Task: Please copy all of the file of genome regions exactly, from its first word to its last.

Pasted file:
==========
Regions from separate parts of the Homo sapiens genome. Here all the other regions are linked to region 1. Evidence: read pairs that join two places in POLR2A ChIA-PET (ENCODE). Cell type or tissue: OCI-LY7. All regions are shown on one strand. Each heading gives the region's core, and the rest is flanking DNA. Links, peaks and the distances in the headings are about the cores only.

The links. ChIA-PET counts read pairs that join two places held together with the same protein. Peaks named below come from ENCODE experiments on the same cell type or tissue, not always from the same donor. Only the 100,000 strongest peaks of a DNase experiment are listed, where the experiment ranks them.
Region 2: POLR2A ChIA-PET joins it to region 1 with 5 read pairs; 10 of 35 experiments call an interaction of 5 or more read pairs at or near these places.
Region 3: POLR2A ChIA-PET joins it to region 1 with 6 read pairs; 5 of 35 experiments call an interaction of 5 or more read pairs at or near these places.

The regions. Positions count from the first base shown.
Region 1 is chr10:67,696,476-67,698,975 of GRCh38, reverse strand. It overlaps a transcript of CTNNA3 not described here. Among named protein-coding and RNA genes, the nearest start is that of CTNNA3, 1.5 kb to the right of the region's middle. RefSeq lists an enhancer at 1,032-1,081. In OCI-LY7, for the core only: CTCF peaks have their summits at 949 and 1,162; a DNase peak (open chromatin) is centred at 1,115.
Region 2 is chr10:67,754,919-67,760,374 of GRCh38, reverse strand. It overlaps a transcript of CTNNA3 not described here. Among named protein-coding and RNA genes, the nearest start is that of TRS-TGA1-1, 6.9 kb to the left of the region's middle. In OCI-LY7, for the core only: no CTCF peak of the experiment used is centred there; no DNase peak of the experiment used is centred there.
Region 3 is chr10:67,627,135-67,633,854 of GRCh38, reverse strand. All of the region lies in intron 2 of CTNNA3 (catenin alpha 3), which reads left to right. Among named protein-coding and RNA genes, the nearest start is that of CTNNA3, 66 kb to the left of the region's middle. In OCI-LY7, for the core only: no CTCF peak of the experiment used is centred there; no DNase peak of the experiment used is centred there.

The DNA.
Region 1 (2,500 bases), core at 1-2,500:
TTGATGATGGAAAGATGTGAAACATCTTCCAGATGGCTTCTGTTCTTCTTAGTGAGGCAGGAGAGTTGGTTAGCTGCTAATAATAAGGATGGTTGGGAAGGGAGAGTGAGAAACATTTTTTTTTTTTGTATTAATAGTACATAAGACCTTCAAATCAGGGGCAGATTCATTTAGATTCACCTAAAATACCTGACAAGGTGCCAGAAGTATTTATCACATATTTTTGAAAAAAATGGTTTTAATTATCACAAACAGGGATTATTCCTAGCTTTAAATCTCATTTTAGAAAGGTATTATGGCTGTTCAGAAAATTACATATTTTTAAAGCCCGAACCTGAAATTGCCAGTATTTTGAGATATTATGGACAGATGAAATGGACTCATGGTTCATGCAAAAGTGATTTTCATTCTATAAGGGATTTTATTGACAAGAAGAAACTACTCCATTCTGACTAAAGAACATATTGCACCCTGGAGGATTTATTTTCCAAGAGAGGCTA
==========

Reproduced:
Regions from separate parts of the Homo sapiens genome. Here all the other regions are linked to region 1. Evidence: read pairs that join two places in POLR2A ChIA-PET (ENCODE). Cell type or tissue: OCI-LY7. All regions are shown on one strand. Each heading gives the region's core, and the rest is flanking DNA. Links, peaks and the distances in the headings are about the cores only.

The links. ChIA-PET counts read pairs that join two places held together with the same protein. Peaks named below come from ENCODE experiments on the same cell type or tissue, not always from the same donor. Only the 100,000 strongest peaks of a DNase experiment are listed, where the experiment ranks them.
Region 2: POLR2A ChIA-PET joins it to region 1 with 5 read pairs; 10 of 35 experiments call an interaction of 5 or more read pairs at or near these places.
Region 3: POLR2A ChIA-PET joins it to region 1 with 6 read pairs; 5 of 35 experiments call an interaction of 5 or more read pairs at or near these places.

The regions. Positions count from the first base shown.
Region 1 is chr10:67,696,476-67,698,975 of GRCh38, reverse strand. It overlaps a transcript of CTNNA3 not described here. Among named protein-coding and RNA genes, the nearest start is that of CTNNA3, 1.5 kb to the right of the region's middle. RefSeq lists an enhancer at 1,032-1,081. In OCI-LY7, for the core only: CTCF peaks have their summits at 949 and 1,162; a DNase peak (open chromatin) is centred at 1,115.
Region 2 is chr10:67,754,919-67,760,374 of GRCh38, reverse strand. It overlaps a transcript of CTNNA3 not described here. Among named protein-coding and RNA genes, the nearest start is that of TRS-TGA1-1, 6.9 kb to the left of the region's middle. In OCI-LY7, for the core only: no CTCF peak of the experiment used is centred there; no DNase peak of the experiment used is centred there.
Region 3 is chr10:67,627,135-67,633,854 of GRCh38, reverse strand. All of the region lies in intron 2 of CTNNA3 (catenin alpha 3), which reads left to right. Among named protein-coding and RNA genes, the nearest start is that of CTNNA3, 66 kb to the left of the region's middle. In OCI-LY7, for the core only: no CTCF peak of the experiment used is centred there; no DNase peak of the experiment used is centred there.

The DNA.
Region 1 (2,500 bases), core at 1-2,500:
TTGATGATGGAAAGATGTGAAACATCTTCCAGATGGCTTCTGTTCTTCTTAGTGAGGCAGGAGAGTTGGTTAGCTGCTAATAATAAGGATGGTTGGGAAGGGAGAGTGAGAAACATTTTTTTTTTTTGTATTAATAGTACATAAGACCTTCAAATCAGGGGCAGATTCATTTAGATTCACCTAAAATACCTGACAAGGTGCCAGAAGTATTTATCACATATTTTTGAAAAAAATGGTTTTAATTATCACAAACAGGGATTATTCCTAGCTTTAAATCTCATTTTAGAAAGGTATTATGGCTGTTCAGAAAATTACATATTTTTAAAGCCCGAACCTGAAATTGCCAGTATTTTGAGATATTATGGACAGATGAAATGGACTCATGGTTCATGCAAAAGTGATTTTCATTCTATAAGGGATTTTATTGACAAGAAGAAACTACTCCATTCTGACTAAAGAACATATTGCACCCTGGAGGATTTATTTTCCAAGAGAGGCTA